This was the time when C. I. Scofield, a converted lawyer, put together his own dispensational notes and put them as footnotes to make up the very popular Scofield Reference Bible. The Scoffed Bible has done more to propagate dispensational premillennialism than any other factor. D. L. Moody, the evangelist, also embraced the pretribulational rapture.
Some men who had embraced dispensationalism began to question the pretrib rapture. Upon further reflection men such as Nathanial West, A. J. Gordon, W. J. Erdman, Robert Cameron, W. G. Moorehead and others went back to a type of Historic premillennialism.
Present Period (1800-2003)
Historic premillennialism took somewhat of a back seat to dispensational premillennialism in America, but in England and other parts of the world the dispensational approach to scripture is very minimal among premillennialists. Today many young dispensationalists are questioning the pretrib rapture and are on their way to accepting Historic premillennialism.
Historic premils can be found in every denomination although they are few in number. Famous historic premils are men such as Alexander Reese, Dean Alford, J. C. Kyle and Nathanial West. Other well-known Historic premils are George E. Ladd and the deceased Francis Schaeffer.
Historic premils can be found in almost every denomination and seminary in America. The seminary that was once the stronghold for Historic premils was Covenant Theological Seminary, but today that emphasis has been significantly diminished. Also Fuller Theological Seminary leans this way. A few Bible schools are Historic premils such as Columbia Bible College but the great majority of Bible schools are dispensational. However, many Christian liberal arts colleges tend towards a Historic premil position - Wheaton College, Westmont College, etc. Trinity Evangelical Divinity School is strongly premil, but a mixture of Historic premils and dispensational premils.
Amillennialism is the most widely held view of eschatology in Christendom as a whole and is held by many evangelicals. However, many liberals are amil or postmil. Amillennialism is on the rise in America.
Amils are predominate in most denominations—Presbyterians, Lutherans, Catholics, Dutch Reformed, Christian Reformed, some Baptists and some Independents.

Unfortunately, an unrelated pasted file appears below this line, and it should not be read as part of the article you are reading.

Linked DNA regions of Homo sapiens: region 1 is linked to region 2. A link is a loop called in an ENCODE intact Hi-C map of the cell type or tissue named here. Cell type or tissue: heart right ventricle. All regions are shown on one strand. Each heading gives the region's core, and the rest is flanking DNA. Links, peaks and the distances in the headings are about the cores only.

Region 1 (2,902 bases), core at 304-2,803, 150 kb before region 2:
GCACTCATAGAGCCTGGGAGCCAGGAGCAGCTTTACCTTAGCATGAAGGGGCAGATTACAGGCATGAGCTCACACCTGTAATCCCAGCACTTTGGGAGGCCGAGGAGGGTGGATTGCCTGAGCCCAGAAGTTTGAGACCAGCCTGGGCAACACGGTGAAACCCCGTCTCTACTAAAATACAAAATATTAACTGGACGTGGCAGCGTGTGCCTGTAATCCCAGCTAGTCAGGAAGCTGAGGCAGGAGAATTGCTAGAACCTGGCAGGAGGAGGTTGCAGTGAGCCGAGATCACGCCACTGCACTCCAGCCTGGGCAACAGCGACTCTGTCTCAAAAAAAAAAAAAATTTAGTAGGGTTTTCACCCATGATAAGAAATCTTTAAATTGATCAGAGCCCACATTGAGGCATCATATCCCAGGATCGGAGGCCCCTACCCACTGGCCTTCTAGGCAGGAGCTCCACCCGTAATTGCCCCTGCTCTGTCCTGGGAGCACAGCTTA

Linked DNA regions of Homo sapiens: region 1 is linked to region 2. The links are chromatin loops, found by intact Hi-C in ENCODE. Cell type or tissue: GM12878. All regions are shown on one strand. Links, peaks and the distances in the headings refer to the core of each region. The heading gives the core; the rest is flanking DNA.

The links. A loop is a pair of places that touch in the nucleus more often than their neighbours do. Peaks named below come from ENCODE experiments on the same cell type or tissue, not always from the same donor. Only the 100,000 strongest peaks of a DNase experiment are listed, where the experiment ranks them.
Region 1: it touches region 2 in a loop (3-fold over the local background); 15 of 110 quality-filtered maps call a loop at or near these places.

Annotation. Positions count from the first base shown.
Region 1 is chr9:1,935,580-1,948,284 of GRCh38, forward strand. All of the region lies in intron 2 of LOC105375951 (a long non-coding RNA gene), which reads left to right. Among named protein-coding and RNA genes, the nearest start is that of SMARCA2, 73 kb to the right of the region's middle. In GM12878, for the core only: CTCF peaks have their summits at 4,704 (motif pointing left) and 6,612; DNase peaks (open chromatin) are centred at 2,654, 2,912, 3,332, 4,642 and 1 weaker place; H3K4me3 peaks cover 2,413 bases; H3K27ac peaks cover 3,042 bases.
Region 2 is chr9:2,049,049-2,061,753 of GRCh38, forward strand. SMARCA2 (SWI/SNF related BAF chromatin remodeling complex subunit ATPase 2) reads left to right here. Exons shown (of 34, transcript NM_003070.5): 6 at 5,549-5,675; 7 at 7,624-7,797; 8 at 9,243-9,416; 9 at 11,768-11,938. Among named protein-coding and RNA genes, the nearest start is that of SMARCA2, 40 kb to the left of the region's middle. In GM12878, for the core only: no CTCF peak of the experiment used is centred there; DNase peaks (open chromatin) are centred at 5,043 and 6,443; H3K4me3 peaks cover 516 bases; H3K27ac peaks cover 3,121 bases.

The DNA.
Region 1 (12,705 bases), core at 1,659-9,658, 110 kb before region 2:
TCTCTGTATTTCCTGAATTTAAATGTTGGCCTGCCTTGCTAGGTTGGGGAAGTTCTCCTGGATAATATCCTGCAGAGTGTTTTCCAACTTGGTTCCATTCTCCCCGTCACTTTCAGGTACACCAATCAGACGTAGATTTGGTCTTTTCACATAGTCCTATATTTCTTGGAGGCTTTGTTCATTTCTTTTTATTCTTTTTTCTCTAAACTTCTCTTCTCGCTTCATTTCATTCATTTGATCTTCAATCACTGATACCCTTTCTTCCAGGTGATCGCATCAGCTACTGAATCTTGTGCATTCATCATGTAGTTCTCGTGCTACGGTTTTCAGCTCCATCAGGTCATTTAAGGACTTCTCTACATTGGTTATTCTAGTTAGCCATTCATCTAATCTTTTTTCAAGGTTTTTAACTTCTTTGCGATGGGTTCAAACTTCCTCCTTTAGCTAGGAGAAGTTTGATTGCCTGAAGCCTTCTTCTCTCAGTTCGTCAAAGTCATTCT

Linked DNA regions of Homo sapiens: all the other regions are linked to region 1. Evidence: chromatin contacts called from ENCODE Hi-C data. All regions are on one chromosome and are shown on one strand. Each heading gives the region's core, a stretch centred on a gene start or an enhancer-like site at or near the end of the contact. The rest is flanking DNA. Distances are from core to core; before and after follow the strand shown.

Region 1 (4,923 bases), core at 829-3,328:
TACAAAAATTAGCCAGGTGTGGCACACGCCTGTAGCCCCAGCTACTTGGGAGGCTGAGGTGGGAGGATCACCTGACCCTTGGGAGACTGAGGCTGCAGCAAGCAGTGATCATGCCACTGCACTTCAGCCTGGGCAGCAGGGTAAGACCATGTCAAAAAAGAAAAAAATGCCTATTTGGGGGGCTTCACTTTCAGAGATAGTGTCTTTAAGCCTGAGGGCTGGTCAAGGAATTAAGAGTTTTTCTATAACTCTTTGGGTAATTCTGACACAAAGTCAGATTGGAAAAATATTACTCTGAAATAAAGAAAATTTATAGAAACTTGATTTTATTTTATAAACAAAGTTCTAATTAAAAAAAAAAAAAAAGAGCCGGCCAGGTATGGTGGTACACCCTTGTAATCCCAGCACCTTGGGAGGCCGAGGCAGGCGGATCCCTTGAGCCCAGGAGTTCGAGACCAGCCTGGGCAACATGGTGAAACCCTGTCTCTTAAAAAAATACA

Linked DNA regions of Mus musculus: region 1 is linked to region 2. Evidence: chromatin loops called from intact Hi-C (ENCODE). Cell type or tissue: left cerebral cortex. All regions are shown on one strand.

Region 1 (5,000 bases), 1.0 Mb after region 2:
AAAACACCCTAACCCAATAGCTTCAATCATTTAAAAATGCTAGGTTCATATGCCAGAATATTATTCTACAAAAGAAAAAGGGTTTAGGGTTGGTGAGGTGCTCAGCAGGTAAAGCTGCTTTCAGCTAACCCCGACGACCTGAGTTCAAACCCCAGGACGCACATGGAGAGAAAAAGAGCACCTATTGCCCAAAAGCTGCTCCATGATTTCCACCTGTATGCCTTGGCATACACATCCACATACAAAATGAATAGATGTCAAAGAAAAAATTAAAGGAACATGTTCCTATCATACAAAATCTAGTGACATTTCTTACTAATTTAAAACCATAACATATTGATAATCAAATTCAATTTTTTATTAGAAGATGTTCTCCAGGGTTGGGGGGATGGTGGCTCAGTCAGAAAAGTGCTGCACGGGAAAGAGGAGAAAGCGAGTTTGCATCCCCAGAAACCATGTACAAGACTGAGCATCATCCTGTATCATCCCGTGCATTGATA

Some famous Amils are Louis Berkof, Geerhardus Vos, Albertus Pieters, Floyd Hamilton, Abraham Kyper, William Hendriksen, etc.
The leading seminaries in America, which are predominately amil, are Westminster Theological Seminary and Reformed Seminary. Gordon Conwell Seminary is divided between amils and historic premils, as is Covenant Seminary.
Postmils took a terrible blow after two world wars, although many reputable scholars such as B. B. Warfield, Charles Hodge, W.G.T. Shedd, Robert Dabney, Augustus Strong, etc have held it. Some modern Postmils are R. Rushdooney, Marcellus Kik and Loraine Boettner. Some of the living and vocal Postmils today are R.C. Sproul, Douglas Wilson, Kenneth Gentry and David Chilton.
Postmils are not found in great numbers among the denominations and there are no seminaries that could be called strongholds of postmillennialism, except possibly Greenville Theological Seminary. However, during the evangelical highpoint of Princeton Theological Seminary, it was postmil.
Dispensational premillennialism is very poplar among evangelicals and world crisis has added to its popularity among the general public.
Some of the more famous dispensationalists are John Darby, William Blackstone, Arno C. Gaebeline, Harry Ironside, Lewis Sperry Chafer, Charles Fuller, Donald Barnhouse, etc. Living dispensationalists are Charles Feinberg, Wilbur-Smith, John F. Walvoord, C. C. Ryrie, Earl Radmacher, J. Dwight Pentecost, etc. The one man who has done much to popularize dispensational eschatology is Hal Lindsey in the book The Late Great Planet Earth. Almost all holiness groups are dispensational. Most Bible schools are adamantly dispensational - Moody Bible Institute, Dallas Bible College, Florida Bible College, etc. Bob Jones University is strongly dispensational.
The leading dispensational seminary in America is Dallas Theological Seminary with Conservative Baptist Theological Seminary, Grace Seminary, and Talbot Theological Seminary running a close second.
Dispensationalism is under tremendous attack and a few are leaving this school of interpretation for historic premillennialism or other systems of eschatology. Dispensationalists are found in almost every denomination except the Christian Reformed, Dutch Reformed, and orthodox Presbyterian churches because dispensationalism is considered a heresy. Only the Independent Fundamental churches of America and a few small Baptist groups require a belief in the pretrib rapture for membership in their local churches.
Since the early 1990’s, a new form of dispensationalism has arisen. It is called progressive dispensationalism. This school of thought seeks a much closer relationship between Israel and the church, even calling the church spiritual Israel. They are, however, still premil and pretrib. Some of those holding this view are Darrel Bock and Tim Warner of Dallas Theological Seminary.
Most of the major cults (Mormons, Jehovah’s Witnesses, Gardner Ted Armstrong,) are believers in a premillennial return of Christ, and this, of course, makes it hard for true Christians who are premil. Also the Seventh Day Adventists are premil.